Biogen Pushes FDA to Approve Failed Alzheimer’s Drug

A new analysis, published in Lancet Neurology, demonstrates how Biogen is spinning results from two failed trials for a new Alzheimer's drug.

Peter Simons

A new article in Lancet Neurology examines how Biogen’s experimental Alzheimer’s drug aducanumab was canceled amid two clinical trials, failing to show efficacy and causing a high rate of dangerous fluid retention in the brain.

However, some participants were still allowed to continue in the trials. After they completed, Biogen re-analyzed the data and found a slight statistical effect in favor of the drug in some post-hoc analyses in one of the trials. At a recent conference, Biogen suggested that the FDA should now use these failed trials as examples of successful trials and approve their drug.

Lon Schneider, the author of the Lancet Neurology article, is a researcher at USC and an expert researcher focusing on Alzheimer’s disease. He is the director of the California Alzheimer’s Disease Center and principal investigator on a large-scale trial of antipsychotics for Alzheimer’s disease. Schneider writes:

“Biogen frame their analyses as showing one positive trial and a second, negative trial in which a subset comparison is offered as supportive of the positive trial. They do this because the FDA might accept such a result as meeting its regulatory criteria for ‘substantial evidence of effectiveness,’ which is defined as ‘one adequate and well-controlled study and additional confirmatory evidence.’ A conundrum for Biogen, however, is whether the EMERGE trial is, in fact, positive and well-controlled.”


In early experiments, the drug was able to consistently reduce amyloid plaques, a type of protein buildup in the brain that has been correlated with Alzheimer’s disease. However, the clinical impact of the drug was questionable, even in these early trials. Out of the 16 measures that Biogen used to assess improvement, only three scales showed even a slight improvement in Alzheimer’s disease symptoms or functioning. But these statistics weren’t adjusted for multiple comparisons. This is a statistical trick which increases the likelihood of finding a positive result just by chance.

A large number of patients also dropped out of these trials after experiencing dangerous fluid retention in the brain. Most of the people who experienced it had the APOE ε4 gene, which is the gene most often correlated with Alzheimer’s disease. According to Schneider, about 40% of those with the gene experienced this adverse event, although only about half of them dropped out of these early studies.

In 2015, Biogen began two large clinical trials of the type required for FDA approval, comparing aducanumab to placebo for the treatment of Alzheimer’s disease. They initially planned to include 1350 participants in each trial. After two years, Biogen increased the sample size to 1650 participants in each trial—according to Schneider, this was probably done to increase the likelihood of finding an effect. The more participants are included, the higher the likelihood that a tiny difference will be statistically significant. By 2019, though, the trials were failing to demonstrate efficacy, and they were canceled (through what is known as a “futility analysis”).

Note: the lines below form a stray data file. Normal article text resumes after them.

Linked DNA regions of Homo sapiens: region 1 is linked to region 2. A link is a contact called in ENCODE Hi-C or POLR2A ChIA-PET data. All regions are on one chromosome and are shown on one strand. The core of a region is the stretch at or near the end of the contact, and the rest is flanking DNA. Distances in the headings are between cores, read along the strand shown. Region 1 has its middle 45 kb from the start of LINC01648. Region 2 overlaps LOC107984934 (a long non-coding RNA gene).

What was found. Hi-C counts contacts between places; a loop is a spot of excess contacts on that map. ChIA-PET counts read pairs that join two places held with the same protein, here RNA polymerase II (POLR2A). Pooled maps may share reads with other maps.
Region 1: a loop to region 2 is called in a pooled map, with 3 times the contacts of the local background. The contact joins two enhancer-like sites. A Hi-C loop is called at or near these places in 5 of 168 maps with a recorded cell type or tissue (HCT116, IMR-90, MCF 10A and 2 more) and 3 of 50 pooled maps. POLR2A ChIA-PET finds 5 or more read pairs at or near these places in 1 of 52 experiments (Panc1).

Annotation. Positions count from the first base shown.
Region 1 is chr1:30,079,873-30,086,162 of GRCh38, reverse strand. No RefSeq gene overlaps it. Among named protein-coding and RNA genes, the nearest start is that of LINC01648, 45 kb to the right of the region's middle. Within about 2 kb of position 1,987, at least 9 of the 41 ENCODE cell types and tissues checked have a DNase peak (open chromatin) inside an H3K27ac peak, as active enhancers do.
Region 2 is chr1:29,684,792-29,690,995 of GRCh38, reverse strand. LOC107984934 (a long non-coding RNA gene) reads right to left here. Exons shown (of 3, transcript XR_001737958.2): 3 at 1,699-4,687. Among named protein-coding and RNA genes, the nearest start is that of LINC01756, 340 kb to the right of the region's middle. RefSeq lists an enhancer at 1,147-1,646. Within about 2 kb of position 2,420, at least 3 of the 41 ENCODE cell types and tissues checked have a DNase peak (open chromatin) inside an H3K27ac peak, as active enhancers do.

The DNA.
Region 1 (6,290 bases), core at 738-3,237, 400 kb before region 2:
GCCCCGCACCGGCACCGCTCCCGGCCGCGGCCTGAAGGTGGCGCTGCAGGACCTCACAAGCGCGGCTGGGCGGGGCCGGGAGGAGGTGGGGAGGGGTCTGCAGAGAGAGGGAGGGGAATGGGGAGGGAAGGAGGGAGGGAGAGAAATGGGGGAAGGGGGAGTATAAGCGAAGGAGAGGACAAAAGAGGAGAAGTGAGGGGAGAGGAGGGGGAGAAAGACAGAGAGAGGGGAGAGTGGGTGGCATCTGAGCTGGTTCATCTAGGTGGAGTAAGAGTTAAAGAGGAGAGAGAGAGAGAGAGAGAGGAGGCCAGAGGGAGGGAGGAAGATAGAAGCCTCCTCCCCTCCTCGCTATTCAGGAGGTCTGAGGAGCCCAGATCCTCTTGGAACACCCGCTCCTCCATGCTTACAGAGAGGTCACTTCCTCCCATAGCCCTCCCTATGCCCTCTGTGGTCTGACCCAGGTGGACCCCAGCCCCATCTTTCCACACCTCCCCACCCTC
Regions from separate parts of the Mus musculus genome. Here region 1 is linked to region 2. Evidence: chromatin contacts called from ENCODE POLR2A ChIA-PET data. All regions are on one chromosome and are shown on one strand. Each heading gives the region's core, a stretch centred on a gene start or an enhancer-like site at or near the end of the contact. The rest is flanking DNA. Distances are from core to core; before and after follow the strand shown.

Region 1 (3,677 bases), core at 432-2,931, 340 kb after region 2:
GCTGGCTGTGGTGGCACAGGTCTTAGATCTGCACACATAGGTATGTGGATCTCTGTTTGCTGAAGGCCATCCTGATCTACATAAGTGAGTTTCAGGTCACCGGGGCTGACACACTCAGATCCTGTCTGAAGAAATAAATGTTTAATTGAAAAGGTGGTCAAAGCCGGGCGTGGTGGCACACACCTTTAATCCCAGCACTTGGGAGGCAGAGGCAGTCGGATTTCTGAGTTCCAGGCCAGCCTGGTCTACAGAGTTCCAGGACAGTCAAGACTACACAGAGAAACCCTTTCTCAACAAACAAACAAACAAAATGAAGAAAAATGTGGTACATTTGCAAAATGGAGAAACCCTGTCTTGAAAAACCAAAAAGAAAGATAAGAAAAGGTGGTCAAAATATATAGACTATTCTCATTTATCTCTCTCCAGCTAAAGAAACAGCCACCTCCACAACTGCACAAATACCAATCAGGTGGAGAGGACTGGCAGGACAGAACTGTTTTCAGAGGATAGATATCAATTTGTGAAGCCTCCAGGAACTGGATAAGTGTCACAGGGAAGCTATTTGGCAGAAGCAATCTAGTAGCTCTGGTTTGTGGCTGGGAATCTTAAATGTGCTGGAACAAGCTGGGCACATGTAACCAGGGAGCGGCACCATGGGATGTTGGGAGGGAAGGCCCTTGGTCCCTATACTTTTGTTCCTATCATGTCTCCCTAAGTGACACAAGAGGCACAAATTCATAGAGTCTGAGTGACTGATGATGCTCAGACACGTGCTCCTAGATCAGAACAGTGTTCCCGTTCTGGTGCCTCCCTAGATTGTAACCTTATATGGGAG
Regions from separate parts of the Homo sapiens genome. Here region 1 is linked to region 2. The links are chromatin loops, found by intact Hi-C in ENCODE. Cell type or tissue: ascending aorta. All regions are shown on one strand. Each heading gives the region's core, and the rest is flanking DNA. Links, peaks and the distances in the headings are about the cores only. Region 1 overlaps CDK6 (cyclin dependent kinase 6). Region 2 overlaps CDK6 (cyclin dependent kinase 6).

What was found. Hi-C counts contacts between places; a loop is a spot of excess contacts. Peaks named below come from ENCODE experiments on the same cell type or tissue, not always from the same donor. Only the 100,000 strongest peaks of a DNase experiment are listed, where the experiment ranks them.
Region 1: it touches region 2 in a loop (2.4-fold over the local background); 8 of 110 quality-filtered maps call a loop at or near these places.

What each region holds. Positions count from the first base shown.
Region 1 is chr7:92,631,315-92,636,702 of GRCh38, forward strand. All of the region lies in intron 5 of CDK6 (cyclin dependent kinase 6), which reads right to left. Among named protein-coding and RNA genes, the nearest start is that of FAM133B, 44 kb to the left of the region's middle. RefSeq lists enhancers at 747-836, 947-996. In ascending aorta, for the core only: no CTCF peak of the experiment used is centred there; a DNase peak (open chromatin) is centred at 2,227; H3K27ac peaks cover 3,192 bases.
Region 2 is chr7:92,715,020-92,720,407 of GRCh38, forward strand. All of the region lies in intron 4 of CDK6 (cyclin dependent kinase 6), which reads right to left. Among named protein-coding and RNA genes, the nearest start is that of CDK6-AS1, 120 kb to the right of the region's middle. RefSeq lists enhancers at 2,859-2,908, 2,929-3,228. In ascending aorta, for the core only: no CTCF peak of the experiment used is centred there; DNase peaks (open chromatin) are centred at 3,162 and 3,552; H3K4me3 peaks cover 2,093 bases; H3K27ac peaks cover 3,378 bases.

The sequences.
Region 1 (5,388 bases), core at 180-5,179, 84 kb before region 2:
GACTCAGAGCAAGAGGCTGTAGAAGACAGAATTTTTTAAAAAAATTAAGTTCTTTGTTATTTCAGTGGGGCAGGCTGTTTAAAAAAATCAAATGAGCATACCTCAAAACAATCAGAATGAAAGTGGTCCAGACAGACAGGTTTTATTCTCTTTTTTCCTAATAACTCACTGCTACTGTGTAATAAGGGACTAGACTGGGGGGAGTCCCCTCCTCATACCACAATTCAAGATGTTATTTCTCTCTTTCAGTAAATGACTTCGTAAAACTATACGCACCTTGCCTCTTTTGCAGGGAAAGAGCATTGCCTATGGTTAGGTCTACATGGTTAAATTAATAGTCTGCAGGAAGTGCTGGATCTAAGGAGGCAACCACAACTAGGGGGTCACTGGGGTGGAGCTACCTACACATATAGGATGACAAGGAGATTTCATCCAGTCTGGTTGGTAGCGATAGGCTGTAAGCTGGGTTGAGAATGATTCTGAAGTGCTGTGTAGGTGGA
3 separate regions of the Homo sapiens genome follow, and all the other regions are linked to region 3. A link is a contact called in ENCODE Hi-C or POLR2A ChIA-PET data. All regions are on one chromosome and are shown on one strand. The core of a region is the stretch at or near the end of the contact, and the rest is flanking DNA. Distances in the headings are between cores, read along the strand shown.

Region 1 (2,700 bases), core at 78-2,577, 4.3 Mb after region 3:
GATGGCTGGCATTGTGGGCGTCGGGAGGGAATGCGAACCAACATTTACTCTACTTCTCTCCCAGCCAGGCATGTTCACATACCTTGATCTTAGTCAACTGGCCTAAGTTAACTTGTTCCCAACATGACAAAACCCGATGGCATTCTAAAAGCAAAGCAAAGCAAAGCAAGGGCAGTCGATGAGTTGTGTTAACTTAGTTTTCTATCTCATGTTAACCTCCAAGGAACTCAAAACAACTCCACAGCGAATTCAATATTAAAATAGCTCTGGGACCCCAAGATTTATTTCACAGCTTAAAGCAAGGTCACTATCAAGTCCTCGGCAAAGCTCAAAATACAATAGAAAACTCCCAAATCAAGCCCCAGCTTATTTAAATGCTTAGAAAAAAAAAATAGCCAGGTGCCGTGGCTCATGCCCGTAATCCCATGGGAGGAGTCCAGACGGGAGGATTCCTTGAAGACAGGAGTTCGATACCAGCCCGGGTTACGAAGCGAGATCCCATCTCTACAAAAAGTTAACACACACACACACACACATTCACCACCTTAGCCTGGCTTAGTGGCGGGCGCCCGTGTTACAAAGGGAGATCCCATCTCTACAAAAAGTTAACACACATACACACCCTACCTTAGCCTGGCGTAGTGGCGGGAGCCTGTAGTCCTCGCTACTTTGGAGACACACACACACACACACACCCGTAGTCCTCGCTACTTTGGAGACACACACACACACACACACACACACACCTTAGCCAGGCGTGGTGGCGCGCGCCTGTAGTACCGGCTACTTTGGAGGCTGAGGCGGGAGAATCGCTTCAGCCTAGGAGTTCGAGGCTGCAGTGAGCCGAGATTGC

Nonetheless, some participants continued and finished the trial. Biogen then re-analyzed this data to try to find any salvageable results. One of the experiments still showed no improvement—in fact, there was a trend for worsening compared to placebo. However, with this new data, the other trial showed a statistical improvement over placebo. Biogen touted their number—the drug appeared 23% better than the placebo.

However, that number corresponds to a less than 0.5-point difference on the 18-point Clinical Dementia Rating Scale. That tiny difference is not likely to be clinically significant. And, according to Schneider, it could just as easily be due to a slight worsening in the placebo group as to an improvement in the aducanumab group.

Schneider takes issue with the statistical effects used to conclude that the trial was successful. “Because these were post hoc, subset analyses with smaller than planned samples (40% of participants did not complete EMERGE), treatment effects are likely exaggerated.”

Fluid retention in the brain was also still a problem: about 35% of the participants experienced this adverse event. And this could have caused issues with the assessment of results, according to Schneider. If a large proportion of the participants and researchers figured out that they were receiving the drug rather than a placebo, this could have “unblinded” the trial and biased the findings in favor of the drug.

Schneider writes that rather than trying to strong-arm the FDA into approving their drug, Biogen needs to provide the full data from the trials, including how the futility analyses concluded that the trials had failed, and thoroughly explain how a few extra participants could have changed the results into something positive.



Schneider, L. (2019). A resurrection of aducanumab for Alzheimer’s disease. Lancet Neurology. Published online December 4, 2019. DOI: (Link)


  1. Thank you Peter for the article.
    This experiment is gross on so many levels.
    These researchers have no shame, and it seems the doctors caring
    for these patients do not either.
    After hurting and killing animals, they use the human guinea pig.
    Playing with people’s desperate attempts at retaining who they are.

    Western medicine should
    never again talk about the Nazi crimes.
    I do hope trials
    are opened for the criminals of Pharma,
    trials that do not need study, research.